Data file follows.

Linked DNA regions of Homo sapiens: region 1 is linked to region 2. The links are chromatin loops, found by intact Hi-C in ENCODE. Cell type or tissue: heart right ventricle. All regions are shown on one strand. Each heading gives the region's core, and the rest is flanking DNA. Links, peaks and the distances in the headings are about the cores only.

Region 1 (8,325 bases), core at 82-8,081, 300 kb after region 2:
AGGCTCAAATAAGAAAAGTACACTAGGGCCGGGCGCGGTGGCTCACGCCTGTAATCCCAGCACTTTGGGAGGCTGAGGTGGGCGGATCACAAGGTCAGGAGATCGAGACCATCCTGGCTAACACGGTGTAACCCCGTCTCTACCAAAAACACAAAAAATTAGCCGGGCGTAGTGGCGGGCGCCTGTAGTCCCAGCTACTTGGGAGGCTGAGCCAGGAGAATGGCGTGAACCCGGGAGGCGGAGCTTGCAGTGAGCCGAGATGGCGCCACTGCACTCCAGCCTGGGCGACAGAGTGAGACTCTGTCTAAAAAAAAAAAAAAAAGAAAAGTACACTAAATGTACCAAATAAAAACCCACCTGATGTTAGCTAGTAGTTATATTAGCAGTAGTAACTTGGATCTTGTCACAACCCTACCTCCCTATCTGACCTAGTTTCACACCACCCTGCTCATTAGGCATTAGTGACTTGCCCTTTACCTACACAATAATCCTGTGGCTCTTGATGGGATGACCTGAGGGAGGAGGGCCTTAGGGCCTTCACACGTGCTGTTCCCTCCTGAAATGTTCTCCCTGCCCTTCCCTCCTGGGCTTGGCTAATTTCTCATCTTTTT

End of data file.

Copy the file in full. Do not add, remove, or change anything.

Linked DNA regions of Homo sapiens: region 1 is linked to region 2. The links are chromatin loops, found by intact Hi-C in ENCODE. Cell type or tissue: heart right ventricle. All regions are shown on one strand. Each heading gives the region's core, and the rest is flanking DNA. Links, peaks and the distances in the headings are about the cores only.

Region 1 (8,325 bases), core at 82-8,081, 300 kb after region 2:
AGGCTCAAATAAGAAAAGTACACTAGGGCCGGGCGCGGTGGCTCACGCCTGTAATCCCAGCACTTTGGGAGGCTGAGGTGGGCGGATCACAAGGTCAGGAGATCGAGACCATCCTGGCTAACACGGTGTAACCCCGTCTCTACCAAAAACACAAAAAATTAGCCGGGCGTAGTGGCGGGCGCCTGTAGTCCCAGCTACTTGGGAGGCTGAGCCAGGAGAATGGCGTGAACCCGGGAGGCGGAGCTTGCAGTGAGCCGAGATGGCGCCACTGCACTCCAGCCTGGGCGACAGAGTGAGACTCTGTCTAAAAAAAAAAAAAAAAGAAAAGTACACTAAATGTACCAAATAAAAACCCACCTGATGTTAGCTAGTAGTTATATTAGCAGTAGTAACTTGGATCTTGTCACAACCCTACCTCCCTATCTGACCTAGTTTCACACCACCCTGCTCATTAGGCATTAGTGACTTGCCCTTTACCTACACAATAATCCTGTGGCTCTTGATGGGATGACCTGAGGGAGGAGGGCCTTAGGGCCTTCACACGTGCTGTTCCCTCCTGAAATGTTCTCCCTGCCCTTCCCTCCTGGGCTTGGCTAATTTCTCATCTTTTT